and Looking at the Hot New Design of Seattle’s KUOW…
From Howard Stern’s celebrity strippers to Dr. Laura’s stringent moral codes, talk radio easily runs to the outrageous. Somewhere in the middle of the ratings-grabbing gimmicks, news, information, and less inflammatory fare fill our airways everyday. But where do these disembodied voices come from? While those of us who have watched “Frasier” for the last decade have a made-for-television image, for a real glimpse into another Seattle talk radio station, look at KUOW’s new studios, designed by Russ Berger Design Group (RBDG).
The voice of the University of Washington, KUOW had been operating out of an on-campus facility that could be described as “institutional” at best. “It came complete with the green-painted concrete block walls and all,” remembers Robert Traub, AIA, design principal at RBDG. After 47 years in this space, the University decided it was time for a change.
Finding a space for the station proved a delicate balancing act between the University and the city of Seattle. With strict rules about where the school could site new facilities, a narrow search resulted in a less-than-ideal location. “The building is actually three separate structures with a shared core space,” says Richard Schrag, project manager for RBDG. “There is also a noisy video arcade and a restaurant with a loud exhaust system on the site.” To complicate matters further, the station would occupy the structure’s upper floors, which are inherently more difficult to sound-proof.
The good news is that since the University decided to sign a 30-year lease, it felt justified investing a fair amount of money into the design – once it got a push. “I said I wouldn’t take the job unless we could do it right,” recalls Dane Johnson, director of operations for KUOW, who also worked as project manager. With the budget in place, Johnson contacted RBDG, a firm with more than 1,200 recording, production, and broadcast studios to its credit.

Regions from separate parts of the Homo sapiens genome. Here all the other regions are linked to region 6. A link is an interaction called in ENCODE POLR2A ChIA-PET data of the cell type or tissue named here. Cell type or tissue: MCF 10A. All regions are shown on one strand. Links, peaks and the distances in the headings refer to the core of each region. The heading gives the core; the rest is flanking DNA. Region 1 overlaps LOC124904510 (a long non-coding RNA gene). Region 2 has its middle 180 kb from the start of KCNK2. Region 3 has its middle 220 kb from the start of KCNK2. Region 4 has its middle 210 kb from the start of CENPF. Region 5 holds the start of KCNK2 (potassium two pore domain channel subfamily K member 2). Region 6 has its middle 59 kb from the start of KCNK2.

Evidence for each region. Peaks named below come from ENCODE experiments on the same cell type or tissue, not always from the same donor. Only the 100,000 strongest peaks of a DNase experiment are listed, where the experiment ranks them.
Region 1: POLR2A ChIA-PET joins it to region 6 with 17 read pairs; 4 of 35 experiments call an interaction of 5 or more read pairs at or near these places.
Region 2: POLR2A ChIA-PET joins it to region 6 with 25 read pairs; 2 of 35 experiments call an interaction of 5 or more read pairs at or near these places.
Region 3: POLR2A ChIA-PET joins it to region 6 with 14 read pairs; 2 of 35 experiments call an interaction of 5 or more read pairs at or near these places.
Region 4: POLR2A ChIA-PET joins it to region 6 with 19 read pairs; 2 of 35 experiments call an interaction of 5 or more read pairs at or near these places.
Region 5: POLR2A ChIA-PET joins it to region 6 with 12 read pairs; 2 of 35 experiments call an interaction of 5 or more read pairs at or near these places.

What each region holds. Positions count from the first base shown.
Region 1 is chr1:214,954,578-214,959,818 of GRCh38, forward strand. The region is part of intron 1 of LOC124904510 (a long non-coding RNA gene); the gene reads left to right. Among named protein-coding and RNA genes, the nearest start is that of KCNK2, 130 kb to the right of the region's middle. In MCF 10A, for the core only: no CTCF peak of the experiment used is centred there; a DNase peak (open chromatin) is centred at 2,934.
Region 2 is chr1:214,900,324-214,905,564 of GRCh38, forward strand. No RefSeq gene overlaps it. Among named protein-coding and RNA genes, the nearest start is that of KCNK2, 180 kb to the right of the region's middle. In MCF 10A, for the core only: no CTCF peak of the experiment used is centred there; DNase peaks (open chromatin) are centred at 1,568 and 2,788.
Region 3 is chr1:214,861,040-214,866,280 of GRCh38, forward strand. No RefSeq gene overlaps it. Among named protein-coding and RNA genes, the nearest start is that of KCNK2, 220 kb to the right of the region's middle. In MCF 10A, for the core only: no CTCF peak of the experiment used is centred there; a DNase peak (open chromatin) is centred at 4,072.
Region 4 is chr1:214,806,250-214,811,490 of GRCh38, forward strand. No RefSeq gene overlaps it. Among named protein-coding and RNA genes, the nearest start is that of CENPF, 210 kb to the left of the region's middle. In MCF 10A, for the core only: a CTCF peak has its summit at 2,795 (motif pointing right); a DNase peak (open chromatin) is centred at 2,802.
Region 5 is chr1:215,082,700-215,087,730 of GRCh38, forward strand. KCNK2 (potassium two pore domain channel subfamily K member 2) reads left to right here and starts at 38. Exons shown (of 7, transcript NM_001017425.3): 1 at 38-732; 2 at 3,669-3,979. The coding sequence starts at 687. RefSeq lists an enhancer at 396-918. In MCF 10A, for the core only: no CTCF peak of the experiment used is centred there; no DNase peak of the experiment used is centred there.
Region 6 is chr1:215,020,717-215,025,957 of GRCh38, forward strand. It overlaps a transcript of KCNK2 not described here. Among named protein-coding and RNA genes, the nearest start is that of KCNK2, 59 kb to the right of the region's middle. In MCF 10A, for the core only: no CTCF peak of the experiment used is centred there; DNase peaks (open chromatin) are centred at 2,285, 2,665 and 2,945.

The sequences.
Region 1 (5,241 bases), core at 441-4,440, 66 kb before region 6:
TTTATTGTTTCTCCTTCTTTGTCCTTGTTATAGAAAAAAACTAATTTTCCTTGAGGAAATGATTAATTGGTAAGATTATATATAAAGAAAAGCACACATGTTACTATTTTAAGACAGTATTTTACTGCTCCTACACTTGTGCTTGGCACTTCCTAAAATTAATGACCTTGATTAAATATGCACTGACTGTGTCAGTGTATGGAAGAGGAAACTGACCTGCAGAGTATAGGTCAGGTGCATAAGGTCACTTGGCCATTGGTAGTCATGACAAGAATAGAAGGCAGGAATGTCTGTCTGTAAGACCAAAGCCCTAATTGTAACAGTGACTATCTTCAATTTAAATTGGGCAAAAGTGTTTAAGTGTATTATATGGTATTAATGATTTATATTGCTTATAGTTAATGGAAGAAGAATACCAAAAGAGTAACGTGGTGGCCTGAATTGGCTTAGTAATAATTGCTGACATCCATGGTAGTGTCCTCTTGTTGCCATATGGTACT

The original program called for the University’s two stations, KUOW and eclectic music station KCMU, to relocate to the space. To accommodate both, RBDG created four on-air and production control rooms, a talk studio, three edit booths, two voice-over rooms, and a performance studio. All of the acoustic spaces were connected to a technical operation hub that contains the station’s shared audio and broadcast equipment. To support KCMU, the station invested in a compact disk storage system that holds 42,000 CDs in 35 linear feet. The library also contains 18,000 LPs and 10,000 DATs.
After solving the station’s acoustical and storage problems, the design firm made the facility a comfortable place to work. With few windows, natural light became a premium. RBDG employed skylights where they could, but for the most part the space looks inward for design inspiration. “We sandblasted the natural brick to showcase the antiquity of the building,” says Schrag. “We also exposed the overhead structure wherever we could.” A combination of incandescent and special fluorescent lights illuminates the space.
RBDG opened up the behind-the-scenes aspect of radio as well. Corridor windows reveal the broadcast studios so workers and visitors can see the product being made. “We wanted to make it evident that broadcast ‘lives’ in this facility,” says Traub.
The station traded in its off-the-shelf furnishings for a custom furniture system that incorporates custom corners, keyboard trays, and metal, glass and maple panels – and didn’t cost any more than the University standard. “I always end station tours in front of another university site that has standard fabric systems,” says Johnson. “I love pointing out that our systems cost the same.”
Three weeks before the facility was ready to open, the University dropped a bomb on the design team. KCMU, the music station, was not going to the new space. Instead, they were moving to the new Experience Music Project, Seattle’s Frank Gehry-designed interactive music museum. This left KUOW with lost of unused space and some regrets. “Had I known earlier, the design would have been better organized with better adjacencies,” laments Johnson.
However, the station got busy and courted the Seattle office of National Public Radio to join it. Together NPR and KUOW produce news, lectures, and literary series that play in other markets. They also broadcast art and cultural shows, poetry readings, live concerts, and local news.
Nevertheless, Johnson is proud of the concept he has developed. “Talk studios can be intimidating with all of their technology,” he says. “We developed a more intimate setting that hides the computer monitors, phone lines, and intercoms. This way guests can feel like they’re sitting and talking around a breakfast table.” And forget that Seattle is listening in.